A slow recovery

No doubt, gardeners get jittery at the mention of any number of weather events, constantly dreading freezes and droughts that might bring ruin to their treasures. Certainly, every gardener has suffered losses due to cold, snow or ice, wind, hail, or combinations of these within a single storm. Never, he proclaims, has he seen a winter (or summer) with such extremes, and if he lives another fifty years there will not be another like this one.

And, perhaps he is right. A period of prolonged rain might be followed by drought, unusual warmth will precede damaging cold, and any sequence of pleasurable and disastrous weather is unlikely to be duplicated in any other year. Every year is horrible, but also splendid. The gardener can only hope that the balance tips towards splendid, and usually it does.

Two weeks after the freeze most leaves of this Fernleaf Japanese maple have revived alongside leaves that were damaged.

Two weeks after the freeze most leaves of this Fernleaf Japanese maple have revived alongside leaves that were damaged.

After exceptionally warm March temperatures, two April nights with freezes in the mid twenties caused considerable damage in the garden.  Newly emerging leaves of Japanese maples, weeks early, were at their most vulnerable when the cold hit, and for several days after the leaves hung limp and lifeless (above). Fortunately, most perked up following a soaking rain and a few sunny days, and I was surprised and encouraged how little damage was evident two weeks later.

Mophead hydrangeas have revived from the damaging freeze, with flower buds beginning to set on this Penny Mac hydrangea.

Mophead hydrangeas have revived from the damaging freeze, with flower buds beginning to set on this Penny Mac hydrangea.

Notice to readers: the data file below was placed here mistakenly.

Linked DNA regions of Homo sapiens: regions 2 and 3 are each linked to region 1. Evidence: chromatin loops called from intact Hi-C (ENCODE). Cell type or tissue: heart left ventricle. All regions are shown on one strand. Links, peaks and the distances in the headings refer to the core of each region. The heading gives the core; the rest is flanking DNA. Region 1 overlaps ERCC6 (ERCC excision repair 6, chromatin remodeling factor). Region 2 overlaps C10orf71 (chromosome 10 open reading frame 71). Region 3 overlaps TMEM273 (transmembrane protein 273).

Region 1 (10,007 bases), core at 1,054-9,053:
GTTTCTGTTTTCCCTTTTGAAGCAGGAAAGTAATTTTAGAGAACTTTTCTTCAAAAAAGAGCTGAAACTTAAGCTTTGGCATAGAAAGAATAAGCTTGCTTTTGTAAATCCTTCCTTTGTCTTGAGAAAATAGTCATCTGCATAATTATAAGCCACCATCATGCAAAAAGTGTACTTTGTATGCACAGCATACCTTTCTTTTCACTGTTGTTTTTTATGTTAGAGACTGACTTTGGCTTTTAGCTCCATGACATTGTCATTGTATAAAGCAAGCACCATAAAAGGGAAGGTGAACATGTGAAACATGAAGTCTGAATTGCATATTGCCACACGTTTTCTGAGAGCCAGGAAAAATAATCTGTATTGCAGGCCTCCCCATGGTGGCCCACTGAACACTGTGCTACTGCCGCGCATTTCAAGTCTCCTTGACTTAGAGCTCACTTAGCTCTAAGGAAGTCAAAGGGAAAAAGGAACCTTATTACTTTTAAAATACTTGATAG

Bloomstruck hydrangea was damaged along with other mopheads, but it revived and set flower buds more quickly than others.

Bloomstruck hydrangea was damaged along with other mopheads, but it revived and set flower buds more quickly than others.

Hydrangeas took the freeze a bit harder. Mophead and lacecap hydrangeas (Hydrangea macrophylla, above) survived the meager cold of winter without a problem, but new leaves turned black overnight in the April freeze. There was no question that leaves would not survive, though there was also little doubt that the shrubs would eventually revive. Now, they have, with flowers buds developing a month late on reblooming types, and with the hydrangeas in good health that has finally covered stems that died back in the freeze.

Oakleaf hydrangeas were not damaged in the late freeze. In recent years the Oakleafs have begun to sprawl vigorously, requiring judiciouc pruning to protect neighboring plants.

Oakleaf hydrangeas were not damaged in the late freeze. In recent years the Oakleafs have begun to sprawl vigorously, requiring judicious pruning to protect neighboring plants.

Oakleaf (Hydrangea quercifolia, above) and paniculata varieties (Hydrangea paniculata, below) are later to leaf than mopheads, and these were unaffected by the cold. For whatever reason, and most often the gardener  is clueless about these things, the Oakleaf hydrangeas  are flowering more heavily than is typical. I am certain this has nothing to do with the late freeze, but could possibly be a result of the warmer winter temperatures. It is best, I think, for the gardener not to think too deeply about such things lest he injure himself.

This early flowering panicled hydrangea, probably Quick Fire, was not damaged in the freeze. This shrub is too shaded, and even though it does not grow with vigor it flowers acceptably.

This early flowering panicled hydrangea, probably Quick Fire, was not damaged in the freeze. This shrub is too shaded, and even though it does not grow with vigor it flowers acceptably.

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